Thursday, 6 November 2014
Capitol Ballroom AB (Madison Concourse Hotel)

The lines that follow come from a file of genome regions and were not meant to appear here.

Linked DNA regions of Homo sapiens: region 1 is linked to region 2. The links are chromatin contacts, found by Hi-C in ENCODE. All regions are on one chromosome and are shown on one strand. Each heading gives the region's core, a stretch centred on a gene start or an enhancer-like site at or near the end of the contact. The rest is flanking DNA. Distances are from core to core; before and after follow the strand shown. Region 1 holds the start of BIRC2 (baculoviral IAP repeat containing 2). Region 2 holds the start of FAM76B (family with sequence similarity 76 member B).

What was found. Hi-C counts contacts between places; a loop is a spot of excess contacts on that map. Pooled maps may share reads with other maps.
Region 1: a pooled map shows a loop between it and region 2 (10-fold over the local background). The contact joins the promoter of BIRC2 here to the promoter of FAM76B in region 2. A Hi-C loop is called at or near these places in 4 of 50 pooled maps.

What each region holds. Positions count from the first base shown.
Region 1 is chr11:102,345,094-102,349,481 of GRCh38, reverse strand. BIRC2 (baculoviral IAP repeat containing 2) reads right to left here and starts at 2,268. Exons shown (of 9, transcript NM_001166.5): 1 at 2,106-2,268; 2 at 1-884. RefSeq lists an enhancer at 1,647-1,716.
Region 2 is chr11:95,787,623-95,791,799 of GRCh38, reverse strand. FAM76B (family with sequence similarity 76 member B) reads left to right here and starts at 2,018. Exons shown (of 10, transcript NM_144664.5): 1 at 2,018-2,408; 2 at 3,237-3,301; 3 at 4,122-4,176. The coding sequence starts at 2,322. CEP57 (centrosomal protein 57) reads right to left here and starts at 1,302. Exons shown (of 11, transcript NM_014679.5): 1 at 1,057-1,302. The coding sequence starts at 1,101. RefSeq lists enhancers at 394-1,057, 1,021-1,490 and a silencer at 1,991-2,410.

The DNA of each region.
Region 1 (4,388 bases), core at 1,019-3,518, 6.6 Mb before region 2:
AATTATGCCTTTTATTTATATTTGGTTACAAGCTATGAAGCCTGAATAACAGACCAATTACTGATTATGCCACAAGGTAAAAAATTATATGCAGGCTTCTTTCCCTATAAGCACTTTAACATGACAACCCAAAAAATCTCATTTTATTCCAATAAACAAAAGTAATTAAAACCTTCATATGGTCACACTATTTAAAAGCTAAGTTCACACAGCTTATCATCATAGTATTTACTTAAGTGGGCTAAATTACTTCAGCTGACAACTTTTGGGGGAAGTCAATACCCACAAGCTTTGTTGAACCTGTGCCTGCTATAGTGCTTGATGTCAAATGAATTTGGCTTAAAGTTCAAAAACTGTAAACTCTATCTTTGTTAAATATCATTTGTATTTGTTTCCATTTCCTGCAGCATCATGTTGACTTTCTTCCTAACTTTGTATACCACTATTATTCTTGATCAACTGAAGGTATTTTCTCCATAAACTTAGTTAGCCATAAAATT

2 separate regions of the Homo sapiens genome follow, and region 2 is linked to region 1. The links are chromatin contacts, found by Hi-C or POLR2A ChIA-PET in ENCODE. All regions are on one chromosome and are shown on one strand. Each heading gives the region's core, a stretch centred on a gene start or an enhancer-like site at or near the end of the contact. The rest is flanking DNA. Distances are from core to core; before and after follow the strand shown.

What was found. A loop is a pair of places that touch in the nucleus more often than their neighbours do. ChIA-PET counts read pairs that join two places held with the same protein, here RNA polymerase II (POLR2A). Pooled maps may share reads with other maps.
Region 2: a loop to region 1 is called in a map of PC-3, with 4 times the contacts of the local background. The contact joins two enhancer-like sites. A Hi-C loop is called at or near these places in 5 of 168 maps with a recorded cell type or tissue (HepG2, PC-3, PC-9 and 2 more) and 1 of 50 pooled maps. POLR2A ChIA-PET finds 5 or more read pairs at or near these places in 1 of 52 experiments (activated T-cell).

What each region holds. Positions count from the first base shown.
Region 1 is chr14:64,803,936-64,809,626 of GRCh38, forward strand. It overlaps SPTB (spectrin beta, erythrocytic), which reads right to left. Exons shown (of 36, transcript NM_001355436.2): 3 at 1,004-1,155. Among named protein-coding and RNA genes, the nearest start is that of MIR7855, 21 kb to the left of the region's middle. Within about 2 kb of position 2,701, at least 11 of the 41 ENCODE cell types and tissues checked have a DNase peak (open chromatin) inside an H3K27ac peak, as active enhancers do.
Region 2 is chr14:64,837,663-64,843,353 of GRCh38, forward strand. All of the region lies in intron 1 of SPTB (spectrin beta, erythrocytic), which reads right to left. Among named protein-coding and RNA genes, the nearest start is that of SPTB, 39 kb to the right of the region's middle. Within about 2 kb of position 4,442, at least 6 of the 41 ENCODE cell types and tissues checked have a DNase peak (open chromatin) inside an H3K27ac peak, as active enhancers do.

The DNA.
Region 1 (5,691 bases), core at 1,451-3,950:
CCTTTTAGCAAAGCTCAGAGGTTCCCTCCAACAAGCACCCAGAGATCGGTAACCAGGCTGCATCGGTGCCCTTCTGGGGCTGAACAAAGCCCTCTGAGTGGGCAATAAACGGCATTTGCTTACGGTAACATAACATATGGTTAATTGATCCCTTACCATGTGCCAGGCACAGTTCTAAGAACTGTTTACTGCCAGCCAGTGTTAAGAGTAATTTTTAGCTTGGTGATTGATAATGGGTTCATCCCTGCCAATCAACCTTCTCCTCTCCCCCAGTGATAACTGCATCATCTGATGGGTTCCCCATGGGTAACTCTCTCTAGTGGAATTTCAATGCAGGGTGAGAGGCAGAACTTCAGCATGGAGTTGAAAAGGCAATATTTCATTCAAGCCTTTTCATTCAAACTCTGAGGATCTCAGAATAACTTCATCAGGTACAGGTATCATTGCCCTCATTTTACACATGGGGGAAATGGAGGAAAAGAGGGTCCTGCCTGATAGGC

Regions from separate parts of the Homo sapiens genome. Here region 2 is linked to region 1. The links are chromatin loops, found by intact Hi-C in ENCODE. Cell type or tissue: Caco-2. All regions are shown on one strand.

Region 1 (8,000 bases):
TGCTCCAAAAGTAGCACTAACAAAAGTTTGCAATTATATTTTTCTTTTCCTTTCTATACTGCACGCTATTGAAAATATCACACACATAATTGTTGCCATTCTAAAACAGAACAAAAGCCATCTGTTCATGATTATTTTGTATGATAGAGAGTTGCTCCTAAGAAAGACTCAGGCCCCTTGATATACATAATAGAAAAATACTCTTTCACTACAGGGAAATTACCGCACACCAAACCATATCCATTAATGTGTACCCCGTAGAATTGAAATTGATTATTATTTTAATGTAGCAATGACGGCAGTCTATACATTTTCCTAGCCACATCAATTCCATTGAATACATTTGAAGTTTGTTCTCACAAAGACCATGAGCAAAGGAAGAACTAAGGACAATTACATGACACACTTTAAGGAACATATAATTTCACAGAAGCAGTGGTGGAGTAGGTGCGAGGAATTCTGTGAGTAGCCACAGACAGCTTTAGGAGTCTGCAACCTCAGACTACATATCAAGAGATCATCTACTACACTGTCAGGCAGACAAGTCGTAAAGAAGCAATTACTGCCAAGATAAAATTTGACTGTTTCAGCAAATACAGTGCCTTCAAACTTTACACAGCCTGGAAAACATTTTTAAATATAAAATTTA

An ever-increasing number of mobile radar datasets of tornadoes presents some unique opportunities for those who survey tornadoes and are involved in the EF-scale rating process. Some of the issues involved with the direct use of high-resolution, near-ground mobile radar observations of tornadoes in the intensity determination process include uncertainties in the location of scatterers contributing most to the returned signal, inconsistencies in the time scales of the observations and EF-scale wind estimates, and statistical errors in the estimates calculated from the measurements; these issues result in radial velocity estimates that may over- or under-estimate the EF-scale-equivalent wind speeds. Several recent examples of close-range observations of violent tornadoes observed by a rapid-scan, polarimetric, X-band mobile radar (RaXPol) are used to illustrate these points. Polarimetric radars provide several advantages compared to single-polarization radars when estimating the wind field within tornadoes, including reduced radial velocity error variances in the tornado debris cloud and the calculation of differential radial velocity, the latter of which, given its tendency to be greater in magnitude in areas of low co-polar cross-correlation coefficient and high spectrum width, may have utility in identifying ongoing tornadoes.
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